It’s a bit of a perennial favourite, the Golf GTi. Right now, pretty much every one of its competitors offers more power and the promise of greater road thrills, but few can match the all-round talents and general classlessness of the GTi. It’s still in with a shout of being top of the class, despite its replacement - in 5-door hatchback form - being due imminently. Given how much we enjoyed the Golf Cabriolet in its regular format, when VW invited us to try the GTi in cabriolet guise, we couldn’t help ourselves but say “yes please” and head for the middle-England launch location.

We though that a bit of top-down motoring in the latest GTi would be a lovely way to see out August. Unfortunately, the ever-reliable British weather decided to turn this into a test of the five-layer hood’s insulating properties. We toyed with the idea of putting the roof down, we really did, but we suspect VW wouldn’t have thanked us for returning it with puddles in the footwell and soaked interior fabrics. We got soaked just shooting a few photos.


Given that, the hood’s qualities seem like a good place to start. It’s hardly commonplace to find a convertible car that leaks these days, but it’s fair to say that this hood did keep us especially "snug as a bug" during some really torrential rain. You do get a little bit more road roar coming in to the cabin at speed than the Golf hatch, but it’s not exactly an unrefined place to sit.

Better still, as with the previous Golf convertible we tested, we found that the hood had very little negative effect on the way the GTi drove. The hood structure and bracing add a few kilos in weight which slightly impacts performance, but the GTi convertible isn’t a car you’d exactly describe as feeling under-endowed in the power department.

In fact, we’re starting to think that VW either deliberately down-plays the output figures of this engine or it makes a good bit more power out of the box than it’s supposed to. Because, like the Scirocco we reviewed last month, the 210 horsepower 2.0 Turbo engine used here pulls like a train, right through the rev range, to the point where we can’t see a situation where you’d feel the need for more power in this type of car and the high-six seconds figure it takes to sprint to 60mph feel conservative. Certainly, on the flooded back-roads of Northamptonshire, it gave the traction and stability controls a good work out trying to keep everything neat and tidy.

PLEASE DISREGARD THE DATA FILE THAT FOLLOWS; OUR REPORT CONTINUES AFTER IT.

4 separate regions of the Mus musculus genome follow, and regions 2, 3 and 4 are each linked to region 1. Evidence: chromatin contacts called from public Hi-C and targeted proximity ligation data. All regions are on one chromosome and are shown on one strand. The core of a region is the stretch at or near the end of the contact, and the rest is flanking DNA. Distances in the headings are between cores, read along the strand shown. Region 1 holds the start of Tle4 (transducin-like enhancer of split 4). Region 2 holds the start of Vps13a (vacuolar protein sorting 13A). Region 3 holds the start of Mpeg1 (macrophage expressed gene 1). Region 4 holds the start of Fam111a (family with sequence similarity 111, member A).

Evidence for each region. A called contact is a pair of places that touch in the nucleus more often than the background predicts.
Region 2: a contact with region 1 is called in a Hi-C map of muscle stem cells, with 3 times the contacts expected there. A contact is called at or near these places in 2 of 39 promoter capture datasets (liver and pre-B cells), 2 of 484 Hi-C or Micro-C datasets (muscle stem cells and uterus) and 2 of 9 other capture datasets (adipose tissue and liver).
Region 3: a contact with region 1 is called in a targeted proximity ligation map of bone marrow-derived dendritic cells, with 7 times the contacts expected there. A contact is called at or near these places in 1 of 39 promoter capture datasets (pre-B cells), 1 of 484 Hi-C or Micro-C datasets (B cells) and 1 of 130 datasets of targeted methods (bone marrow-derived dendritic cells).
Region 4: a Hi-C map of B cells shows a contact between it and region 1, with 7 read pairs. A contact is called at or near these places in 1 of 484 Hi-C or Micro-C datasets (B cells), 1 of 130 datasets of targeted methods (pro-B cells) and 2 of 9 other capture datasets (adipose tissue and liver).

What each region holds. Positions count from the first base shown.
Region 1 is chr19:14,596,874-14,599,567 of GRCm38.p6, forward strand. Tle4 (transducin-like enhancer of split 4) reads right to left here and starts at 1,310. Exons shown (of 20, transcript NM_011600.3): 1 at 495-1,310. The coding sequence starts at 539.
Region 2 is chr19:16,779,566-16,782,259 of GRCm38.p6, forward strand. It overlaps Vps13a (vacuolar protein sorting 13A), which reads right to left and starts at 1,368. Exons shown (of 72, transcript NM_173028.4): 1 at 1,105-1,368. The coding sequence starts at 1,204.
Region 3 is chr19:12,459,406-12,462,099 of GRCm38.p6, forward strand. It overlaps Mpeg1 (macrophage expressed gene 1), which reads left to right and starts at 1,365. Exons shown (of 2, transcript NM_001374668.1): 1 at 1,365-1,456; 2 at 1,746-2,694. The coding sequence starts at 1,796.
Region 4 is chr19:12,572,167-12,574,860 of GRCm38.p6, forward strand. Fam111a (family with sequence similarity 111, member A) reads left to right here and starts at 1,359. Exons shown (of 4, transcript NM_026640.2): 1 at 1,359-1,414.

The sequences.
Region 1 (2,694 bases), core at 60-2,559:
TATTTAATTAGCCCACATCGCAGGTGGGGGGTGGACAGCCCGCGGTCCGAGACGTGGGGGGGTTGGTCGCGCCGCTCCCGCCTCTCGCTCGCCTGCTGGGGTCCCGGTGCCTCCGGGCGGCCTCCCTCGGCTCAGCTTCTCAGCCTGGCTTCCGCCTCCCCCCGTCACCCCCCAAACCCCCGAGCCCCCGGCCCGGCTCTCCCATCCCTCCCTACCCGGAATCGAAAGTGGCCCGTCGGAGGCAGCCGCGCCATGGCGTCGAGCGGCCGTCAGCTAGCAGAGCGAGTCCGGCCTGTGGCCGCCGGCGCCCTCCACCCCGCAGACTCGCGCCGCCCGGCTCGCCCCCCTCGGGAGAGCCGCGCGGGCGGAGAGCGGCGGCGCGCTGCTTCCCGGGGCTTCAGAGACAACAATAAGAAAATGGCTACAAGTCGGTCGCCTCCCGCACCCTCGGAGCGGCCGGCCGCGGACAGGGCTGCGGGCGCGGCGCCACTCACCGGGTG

Which is something the Golf GTi does extremely well. The electronic systems are there but they aren’t clumsy or intrusive and it’s the same story in the convertible. This is a very “neat” driving car, one that’s easy to drive fast and yet also a good deal of fun to fling around. Part of the appeal is that the ride’s firm but not harsh and you’re controlling it all through a lovely, chunky, flat-bottomed and red-stitched steering wheel. You’re sitting in the quintessential, tartan-chequer patterned GTi seats which sit you low and hug you tight, and everything you interact with on the inside of car has a lovely, all-of-a-piece feel to it. Sorry if we sound like a stuck record, but if this is the interior of a car that’s about to be replaced, then VW’s rivals must be crying into their teacups in desperation about how they’re supposed to compete.

Our car featured the optional, upgraded satnav-equipped touchscreen radio, which is a carbon copy of the system we used during our week with the Scirocco. That means that while we don’t rate it alongside BMW’s iDrive, it’s definitely one of the better touchscreen systems on the market, with big clear graphics and an intuitive connectivity logic.

There’s full iPod and USB connectivity system in the centre bin as standard, while the music that’s playing and the satnav turn-by-turn instructions come up on the centre screen of the gauge cluster.


What’s not to like? Well, the boot opening’s a little tight and when it’s up, the hood shape makes the Golf look a little bit dumpy and hunchback in our opinion. It’s also not cheap, but then for the completeness of the package, it’s rivals – of which there are precious few, it should be noted - don’t get close.

The only thing that might stop you is that, while it’s taken VW until now to launch this latest Golf GTi cabriolet, the Golf VI, on which its based, is days away from being replaced with a new, ground-up redesigned Golf MK VII. Of course, don’t expect a radical new design, but the new car is supposed to be up to 200kg lighter, comes on a new, extremely clever platform and will introduce to the Golf a host of advanced driving aids and collision mitigation devices for the first time.

The new car’s actually being unveiled as we write and the GTi version is expected to make its debut in Paris before the end of the month. Don’t expect a new open Golf to come along anytime soon though – VW likes to replace the cabriolet only when it’s good and ready. So if you’re after roof-down thrills in a package that’s fun to drive and comes with an iconic nameplate attached, look no further.